Discouragement

My daughters and I watched the movie Tootsie the other night, and Jessica Lange – the romantic lead, who I have no doubt was chosen because of how beautiful she is – looked downright matronly compared to today’s standards.

She wasn’t ripped, her arms weren’t sculpted, her ass wasn’t tight and toned. It made me wistful that we don’t still live in that time.

The supermodels of the 80s were a size six. If you picked up a 1985 Cosmopolitan, you’d think, “Damn, those girls were big.” And they also had what we would now call imperfections: freckles, cellulite, and teeth that weren’t bright white.

As strange as all that looks, I can’t imagine what our 80s-era selves would have thought if we could have time-traveled into the future and seen what beauty looks like today. We would have been shocked – horrified is more like it.

The representation of female beauty my daughters are being taught to aspire to – and to feel discouragement about at how much they fall short – is about filters, perfect poses, pouty lips, and plastic surgery. Some of the influencers they follow look like blow-up dolls. They don’t even look human.

But the reason today’s concept of “beautiful” looks so different is because our consumer culture requires it to keep changing. It exists only to the level of discouragement we feel. So every time we get close to the ideal, they change the destination.

Discouragement implies that there’s an end goal. And the farther away we are from it, the more discouraged we feel.

So we strive to get there. We diet, we cut carbs, we fanatically exercise, we weigh ourselves, we starve ourselves, we pluck ourselves, we inject ourselves. And when all of our striving doesn’t get us to the destination, we shame ourselves.

And then we resign ourselves to our fate. We’ll never get there, so our attempts become weak and half-hearted.

This is the worst part about discouragement: it demoralizes you and keeps you from taking decisive action. It’s a feeling that things won’t ever change – so you quit really trying. It’s a feeling of resignation, of powerlessness.

It’s like a persistent low-grade fever: you don’t feel sick enough to like down, recuperate, and recharge. But you don’t feel well enough to do anything productive either. You wander aimlessly through your day, doing the bare minimum but never really accomplishing anything.

But what if the destination we’re all so desperate to get to is just an illusion? What if there is no “there”?

Or what if “there” . . . is here?

You feel discouraged because you think there’s a more perfect version of you out there, and you haven’t reached her yet. But the truth is that there isn’t a more perfect version of you – just a more perfectly evolved version of you. And the most perfectly evolved version of you will always be now, in this very moment.

If that’s true then there’s nothing to strive for – and therefore no reason to feel discouraged. And the more you accept your current state of evolution, the more your evolution will look the way you want it to.

This is why I always say love your life and watch the weight lose itself. It means that once you accept that there is no “there” and that you’re right where you need to be (in other words, you’re already there), the more content you’ll feel, and all the striving and the resistance will evaporate.

Once you feel this peacefulness with yourself, you no longer have a void to fill. You’ll no longer have to binge to feel better, you won’t need to numb the pain – unnecessary pain that you’re creating and inserting like one big hurdle into the natural process of evolution. And once you eliminate it, you can get down to the business of evolving.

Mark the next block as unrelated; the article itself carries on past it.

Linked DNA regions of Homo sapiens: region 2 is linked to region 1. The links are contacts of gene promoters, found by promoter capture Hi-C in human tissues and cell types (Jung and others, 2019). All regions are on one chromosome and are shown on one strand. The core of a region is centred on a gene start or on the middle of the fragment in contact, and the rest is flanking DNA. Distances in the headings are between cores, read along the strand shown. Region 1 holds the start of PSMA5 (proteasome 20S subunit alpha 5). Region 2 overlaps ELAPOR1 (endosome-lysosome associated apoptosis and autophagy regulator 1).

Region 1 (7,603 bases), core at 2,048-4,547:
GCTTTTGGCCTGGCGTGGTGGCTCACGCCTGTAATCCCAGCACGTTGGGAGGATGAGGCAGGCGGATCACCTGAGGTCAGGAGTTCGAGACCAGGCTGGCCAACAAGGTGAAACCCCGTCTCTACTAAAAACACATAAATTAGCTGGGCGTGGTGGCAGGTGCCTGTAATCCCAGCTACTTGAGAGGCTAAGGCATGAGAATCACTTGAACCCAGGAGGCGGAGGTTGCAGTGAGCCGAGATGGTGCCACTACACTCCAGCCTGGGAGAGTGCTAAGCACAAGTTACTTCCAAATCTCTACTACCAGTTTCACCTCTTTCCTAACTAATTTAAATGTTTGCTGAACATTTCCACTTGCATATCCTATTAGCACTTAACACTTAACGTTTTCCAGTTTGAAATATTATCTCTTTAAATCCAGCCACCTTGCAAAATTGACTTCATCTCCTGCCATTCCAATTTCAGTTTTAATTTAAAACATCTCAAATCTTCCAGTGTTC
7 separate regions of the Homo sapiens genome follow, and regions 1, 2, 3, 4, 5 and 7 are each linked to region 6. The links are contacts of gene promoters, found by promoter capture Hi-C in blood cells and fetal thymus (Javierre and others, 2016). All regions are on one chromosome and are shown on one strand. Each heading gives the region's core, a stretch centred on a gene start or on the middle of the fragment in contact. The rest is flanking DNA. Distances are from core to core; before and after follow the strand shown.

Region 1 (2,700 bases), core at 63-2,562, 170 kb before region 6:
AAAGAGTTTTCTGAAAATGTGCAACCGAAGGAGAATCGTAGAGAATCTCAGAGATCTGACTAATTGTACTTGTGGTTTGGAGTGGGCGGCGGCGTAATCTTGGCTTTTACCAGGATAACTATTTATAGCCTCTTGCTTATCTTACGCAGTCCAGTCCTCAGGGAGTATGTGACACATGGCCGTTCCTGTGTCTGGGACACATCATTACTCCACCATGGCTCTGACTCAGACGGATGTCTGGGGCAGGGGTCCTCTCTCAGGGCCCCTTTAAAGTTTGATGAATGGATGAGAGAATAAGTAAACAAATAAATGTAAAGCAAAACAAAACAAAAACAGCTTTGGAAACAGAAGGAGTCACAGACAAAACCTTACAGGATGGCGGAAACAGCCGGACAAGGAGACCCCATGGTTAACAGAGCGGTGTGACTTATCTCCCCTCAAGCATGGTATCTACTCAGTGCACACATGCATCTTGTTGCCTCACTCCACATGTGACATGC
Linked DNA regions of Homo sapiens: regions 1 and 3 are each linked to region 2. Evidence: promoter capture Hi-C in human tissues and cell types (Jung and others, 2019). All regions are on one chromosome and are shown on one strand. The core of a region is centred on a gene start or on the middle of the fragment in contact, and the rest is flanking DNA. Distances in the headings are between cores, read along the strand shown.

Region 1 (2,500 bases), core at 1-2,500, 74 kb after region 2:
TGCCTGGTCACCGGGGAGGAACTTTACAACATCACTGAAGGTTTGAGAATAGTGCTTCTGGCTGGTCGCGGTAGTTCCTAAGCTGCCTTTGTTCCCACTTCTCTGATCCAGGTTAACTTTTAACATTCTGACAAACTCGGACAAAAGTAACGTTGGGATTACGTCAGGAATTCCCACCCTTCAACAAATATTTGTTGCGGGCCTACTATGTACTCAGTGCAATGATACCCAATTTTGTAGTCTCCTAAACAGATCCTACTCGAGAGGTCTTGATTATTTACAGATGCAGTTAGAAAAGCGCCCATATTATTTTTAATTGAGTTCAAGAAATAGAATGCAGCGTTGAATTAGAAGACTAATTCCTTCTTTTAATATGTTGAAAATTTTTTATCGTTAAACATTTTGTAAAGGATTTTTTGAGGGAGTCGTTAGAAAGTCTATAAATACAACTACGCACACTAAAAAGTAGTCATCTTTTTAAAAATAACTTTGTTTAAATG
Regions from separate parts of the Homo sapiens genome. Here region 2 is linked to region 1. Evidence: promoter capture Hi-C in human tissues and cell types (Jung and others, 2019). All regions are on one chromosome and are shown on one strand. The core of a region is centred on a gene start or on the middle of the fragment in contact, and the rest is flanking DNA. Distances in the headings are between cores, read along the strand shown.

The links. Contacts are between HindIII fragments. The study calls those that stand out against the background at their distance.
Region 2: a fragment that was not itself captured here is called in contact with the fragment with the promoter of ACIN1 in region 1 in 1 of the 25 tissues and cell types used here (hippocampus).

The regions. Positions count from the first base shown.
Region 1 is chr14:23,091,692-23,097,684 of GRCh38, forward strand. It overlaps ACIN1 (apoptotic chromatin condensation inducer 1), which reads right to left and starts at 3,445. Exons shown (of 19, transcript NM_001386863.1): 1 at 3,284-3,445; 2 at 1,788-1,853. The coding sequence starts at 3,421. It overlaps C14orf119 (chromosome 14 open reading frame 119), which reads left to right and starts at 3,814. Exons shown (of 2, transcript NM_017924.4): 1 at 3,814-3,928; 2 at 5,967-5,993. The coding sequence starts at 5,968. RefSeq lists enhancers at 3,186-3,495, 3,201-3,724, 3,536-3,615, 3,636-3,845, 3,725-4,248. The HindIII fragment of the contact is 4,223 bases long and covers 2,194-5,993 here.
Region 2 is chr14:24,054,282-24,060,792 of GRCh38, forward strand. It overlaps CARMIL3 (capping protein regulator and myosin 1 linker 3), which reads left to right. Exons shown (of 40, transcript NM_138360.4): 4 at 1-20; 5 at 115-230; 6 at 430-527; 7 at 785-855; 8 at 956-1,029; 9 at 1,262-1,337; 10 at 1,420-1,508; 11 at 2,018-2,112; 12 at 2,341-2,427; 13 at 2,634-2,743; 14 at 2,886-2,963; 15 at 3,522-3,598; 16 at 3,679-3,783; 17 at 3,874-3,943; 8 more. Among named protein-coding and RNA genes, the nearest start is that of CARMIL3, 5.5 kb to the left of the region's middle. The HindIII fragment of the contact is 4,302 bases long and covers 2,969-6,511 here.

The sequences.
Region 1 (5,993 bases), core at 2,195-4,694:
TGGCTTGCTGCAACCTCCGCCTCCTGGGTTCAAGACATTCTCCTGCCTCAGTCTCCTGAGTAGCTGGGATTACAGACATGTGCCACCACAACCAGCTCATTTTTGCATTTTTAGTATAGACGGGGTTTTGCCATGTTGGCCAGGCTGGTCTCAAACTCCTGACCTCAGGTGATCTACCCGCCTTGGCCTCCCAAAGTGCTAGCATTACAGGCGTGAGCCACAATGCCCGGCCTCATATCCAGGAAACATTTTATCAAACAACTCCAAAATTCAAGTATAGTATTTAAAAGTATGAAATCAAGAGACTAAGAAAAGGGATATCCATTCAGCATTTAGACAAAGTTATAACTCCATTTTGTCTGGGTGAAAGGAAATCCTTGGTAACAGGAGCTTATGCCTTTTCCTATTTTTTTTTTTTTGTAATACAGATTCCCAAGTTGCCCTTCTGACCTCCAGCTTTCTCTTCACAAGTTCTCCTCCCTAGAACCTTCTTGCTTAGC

Deciding to feel encouraged rather than discouraged helps you not only blast away your frustration at your lack of results, but also the expectation of those results – which are arbitrary and not even determined by you. This frees you to be energized, full of excitement, totally in the moment, and alive – which means you’ll do exactly what you need to do to fuel your body and care for yourself. And then the results you’re so desperate for and feel so far away from will naturally show up.

So stop feeling discouraged and start feeling encouraged. Because you’re right where you need to be. And the sooner you accept that, the faster you’ll get to where you want to go.

Camille Martin

I wasted 20 years of my life trying to lose weight. Now I spend my time running, juicing and "cooking" raw food, and laughing with my baby girls. I thoroughly enjoy growing Love To Lose, so I can teach you all I've learned along the way. I'm beyond excited to help you start your own journey, and I can't wait to meet you one day!
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7 Comments

  1. Myrna Smith on May 18, 2020 at 10:52 am

    This is one of your best!!

    • Camille Martin on May 18, 2020 at 11:30 am

      I’m so glad you liked it! 🙂

    • Katherine Buckner on May 18, 2020 at 2:47 pm

      Love this read, Cam. So earnestly trying to keep my sweet daughter from comparing herself to what she sees on the cover of magazines. Just wanting her to love herself.

      • Camille Martin on May 19, 2020 at 9:06 am

        You are doing an amazing job! It’s hard. Love you, Kat!

  2. Celeste Orr on May 18, 2020 at 8:23 pm

    I love this, Camille; it’s so true! We talk about body image a lot with our boys and find ourselves struggling to communicate effectively when words like “fat” and “pudgy” just keep popping up. Sadly, I know it’s an entirely different conversation with girls. Yours are so lucky to have you! I can’t wait to learn more from you on this!

    • Camille Martin on May 19, 2020 at 9:06 am

      Thank you so much, Celeste! It is hard to try and overcome all the negative messages, but I’m confident we can do it!

  3. charlotte white on May 20, 2020 at 1:53 pm

    absolutely the best !!!!!

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